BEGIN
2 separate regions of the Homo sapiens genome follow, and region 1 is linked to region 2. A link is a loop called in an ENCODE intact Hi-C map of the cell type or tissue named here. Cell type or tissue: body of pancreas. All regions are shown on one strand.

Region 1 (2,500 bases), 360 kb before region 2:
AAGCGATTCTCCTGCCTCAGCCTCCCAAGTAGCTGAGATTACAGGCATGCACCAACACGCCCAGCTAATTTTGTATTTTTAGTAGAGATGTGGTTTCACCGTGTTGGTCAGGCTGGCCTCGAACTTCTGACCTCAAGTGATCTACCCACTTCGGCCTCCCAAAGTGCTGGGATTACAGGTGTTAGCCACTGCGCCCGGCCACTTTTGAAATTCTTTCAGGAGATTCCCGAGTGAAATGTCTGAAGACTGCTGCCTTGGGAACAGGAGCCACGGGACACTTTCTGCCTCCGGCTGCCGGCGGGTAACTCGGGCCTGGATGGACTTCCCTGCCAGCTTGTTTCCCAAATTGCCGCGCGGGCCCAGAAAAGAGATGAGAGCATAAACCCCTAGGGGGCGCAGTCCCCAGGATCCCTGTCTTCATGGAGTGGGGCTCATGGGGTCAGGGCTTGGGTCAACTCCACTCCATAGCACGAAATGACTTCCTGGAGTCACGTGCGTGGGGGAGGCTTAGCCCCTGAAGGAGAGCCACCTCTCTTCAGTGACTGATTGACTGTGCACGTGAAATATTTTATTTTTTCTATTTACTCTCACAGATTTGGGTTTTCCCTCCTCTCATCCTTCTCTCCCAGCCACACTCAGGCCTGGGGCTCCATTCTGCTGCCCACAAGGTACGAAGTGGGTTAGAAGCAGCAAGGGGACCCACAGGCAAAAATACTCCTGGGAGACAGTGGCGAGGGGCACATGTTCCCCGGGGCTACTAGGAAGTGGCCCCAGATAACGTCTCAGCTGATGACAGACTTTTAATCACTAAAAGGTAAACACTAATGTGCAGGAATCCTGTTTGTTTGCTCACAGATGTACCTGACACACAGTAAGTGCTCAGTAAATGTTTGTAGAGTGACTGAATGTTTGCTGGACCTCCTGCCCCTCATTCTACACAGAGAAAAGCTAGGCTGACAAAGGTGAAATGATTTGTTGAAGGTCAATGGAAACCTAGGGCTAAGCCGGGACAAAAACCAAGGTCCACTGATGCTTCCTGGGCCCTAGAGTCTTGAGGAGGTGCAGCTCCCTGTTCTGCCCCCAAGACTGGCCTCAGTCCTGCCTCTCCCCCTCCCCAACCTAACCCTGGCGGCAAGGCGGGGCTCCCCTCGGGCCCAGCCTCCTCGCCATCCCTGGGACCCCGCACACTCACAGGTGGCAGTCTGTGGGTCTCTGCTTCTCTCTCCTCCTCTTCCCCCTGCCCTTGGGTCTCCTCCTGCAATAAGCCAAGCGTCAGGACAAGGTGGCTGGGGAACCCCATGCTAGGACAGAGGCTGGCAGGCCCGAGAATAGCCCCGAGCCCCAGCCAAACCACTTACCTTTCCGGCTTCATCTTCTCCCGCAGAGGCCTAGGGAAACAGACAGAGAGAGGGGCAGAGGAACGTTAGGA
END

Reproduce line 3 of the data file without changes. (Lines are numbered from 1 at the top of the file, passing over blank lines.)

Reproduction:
AAGCGATTCTCCTGCCTCAGCCTCCCAAGTAGCTGAGATTACAGGCATGCACCAACACGCCCAGCTAATTTTGTATTTTTAGTAGAGATGTGGTTTCACCGTGTTGGTCAGGCTGGCCTCGAACTTCTGACCTCAAGTGATCTACCCACTTCGGCCTCCCAAAGTGCTGGGATTACAGGTGTTAGCCACTGCGCCCGGCCACTTTTGAAATTCTTTCAGGAGATTCCCGAGTGAAATGTCTGAAGACTGCTGCCTTGGGAACAGGAGCCACGGGACACTTTCTGCCTCCGGCTGCCGGCGGGTAACTCGGGCCTGGATGGACTTCCCTGCCAGCTTGTTTCCCAAATTGCCGCGCGGGCCCAGAAAAGAGATGAGAGCATAAACCCCTAGGGGGCGCAGTCCCCAGGATCCCTGTCTTCATGGAGTGGGGCTCATGGGGTCAGGGCTTGGGTCAACTCCACTCCATAGCACGAAATGACTTCCTGGAGTCACGTGCGTGGGGGAGGCTTAGCCCCTGAAGGAGAGCCACCTCTCTTCAGTGACTGATTGACTGTGCACGTGAAATATTTTATTTTTTCTATTTACTCTCACAGATTTGGGTTTTCCCTCCTCTCATCCTTCTCTCCCAGCCACACTCAGGCCTGGGGCTCCATTCTGCTGCCCACAAGGTACGAAGTGGGTTAGAAGCAGCAAGGGGACCCACAGGCAAAAATACTCCTGGGAGACAGTGGCGAGGGGCACATGTTCCCCGGGGCTACTAGGAAGTGGCCCCAGATAACGTCTCAGCTGATGACAGACTTTTAATCACTAAAAGGTAAACACTAATGTGCAGGAATCCTGTTTGTTTGCTCACAGATGTACCTGACACACAGTAAGTGCTCAGTAAATGTTTGTAGAGTGACTGAATGTTTGCTGGACCTCCTGCCCCTCATTCTACACAGAGAAAAGCTAGGCTGACAAAGGTGAAATGATTTGTTGAAGGTCAATGGAAACCTAGGGCTAAGCCGGGACAAAAACCAAGGTCCACTGATGCTTCCTGGGCCCTAGAGTCTTGAGGAGGTGCAGCTCCCTGTTCTGCCCCCAAGACTGGCCTCAGTCCTGCCTCTCCCCCTCCCCAACCTAACCCTGGCGGCAAGGCGGGGCTCCCCTCGGGCCCAGCCTCCTCGCCATCCCTGGGACCCCGCACACTCACAGGTGGCAGTCTGTGGGTCTCTGCTTCTCTCTCCTCCTCTTCCCCCTGCCCTTGGGTCTCCTCCTGCAATAAGCCAAGCGTCAGGACAAGGTGGCTGGGGAACCCCATGCTAGGACAGAGGCTGGCAGGCCCGAGAATAGCCCCGAGCCCCAGCCAAACCACTTACCTTTCCGGCTTCATCTTCTCCCGCAGAGGCCTAGGGAAACAGACAGAGAGAGGGGCAGAGGAACGTTAGGA